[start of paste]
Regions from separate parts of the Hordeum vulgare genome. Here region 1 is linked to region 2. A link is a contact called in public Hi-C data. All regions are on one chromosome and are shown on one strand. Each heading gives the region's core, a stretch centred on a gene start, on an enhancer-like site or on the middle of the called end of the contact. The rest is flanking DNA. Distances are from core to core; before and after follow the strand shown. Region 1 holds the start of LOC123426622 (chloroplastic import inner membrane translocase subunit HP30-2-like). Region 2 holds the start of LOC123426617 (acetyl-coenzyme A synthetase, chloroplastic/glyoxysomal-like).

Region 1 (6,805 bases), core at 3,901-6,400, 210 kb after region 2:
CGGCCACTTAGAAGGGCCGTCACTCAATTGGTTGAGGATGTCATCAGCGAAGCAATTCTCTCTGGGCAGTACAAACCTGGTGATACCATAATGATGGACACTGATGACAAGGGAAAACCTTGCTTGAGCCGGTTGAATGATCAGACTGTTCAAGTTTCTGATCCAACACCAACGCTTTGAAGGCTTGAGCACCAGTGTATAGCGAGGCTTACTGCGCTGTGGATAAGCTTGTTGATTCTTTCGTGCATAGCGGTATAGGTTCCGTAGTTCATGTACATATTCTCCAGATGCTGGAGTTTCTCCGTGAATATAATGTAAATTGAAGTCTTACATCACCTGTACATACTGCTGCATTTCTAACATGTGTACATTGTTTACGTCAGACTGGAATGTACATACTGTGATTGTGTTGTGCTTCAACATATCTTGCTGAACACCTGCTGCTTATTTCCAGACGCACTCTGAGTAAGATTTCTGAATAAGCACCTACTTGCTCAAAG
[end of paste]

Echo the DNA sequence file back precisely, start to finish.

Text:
Regions from separate parts of the Hordeum vulgare genome. Here region 1 is linked to region 2. A link is a contact called in public Hi-C data. All regions are on one chromosome and are shown on one strand. Each heading gives the region's core, a stretch centred on a gene start, on an enhancer-like site or on the middle of the called end of the contact. The rest is flanking DNA. Distances are from core to core; before and after follow the strand shown. Region 1 holds the start of LOC123426622 (chloroplastic import inner membrane translocase subunit HP30-2-like). Region 2 holds the start of LOC123426617 (acetyl-coenzyme A synthetase, chloroplastic/glyoxysomal-like).

Region 1 (6,805 bases), core at 3,901-6,400, 210 kb after region 2:
CGGCCACTTAGAAGGGCCGTCACTCAATTGGTTGAGGATGTCATCAGCGAAGCAATTCTCTCTGGGCAGTACAAACCTGGTGATACCATAATGATGGACACTGATGACAAGGGAAAACCTTGCTTGAGCCGGTTGAATGATCAGACTGTTCAAGTTTCTGATCCAACACCAACGCTTTGAAGGCTTGAGCACCAGTGTATAGCGAGGCTTACTGCGCTGTGGATAAGCTTGTTGATTCTTTCGTGCATAGCGGTATAGGTTCCGTAGTTCATGTACATATTCTCCAGATGCTGGAGTTTCTCCGTGAATATAATGTAAATTGAAGTCTTACATCACCTGTACATACTGCTGCATTTCTAACATGTGTACATTGTTTACGTCAGACTGGAATGTACATACTGTGATTGTGTTGTGCTTCAACATATCTTGCTGAACACCTGCTGCTTATTTCCAGACGCACTCTGAGTAAGATTTCTGAATAAGCACCTACTTGCTCAAAG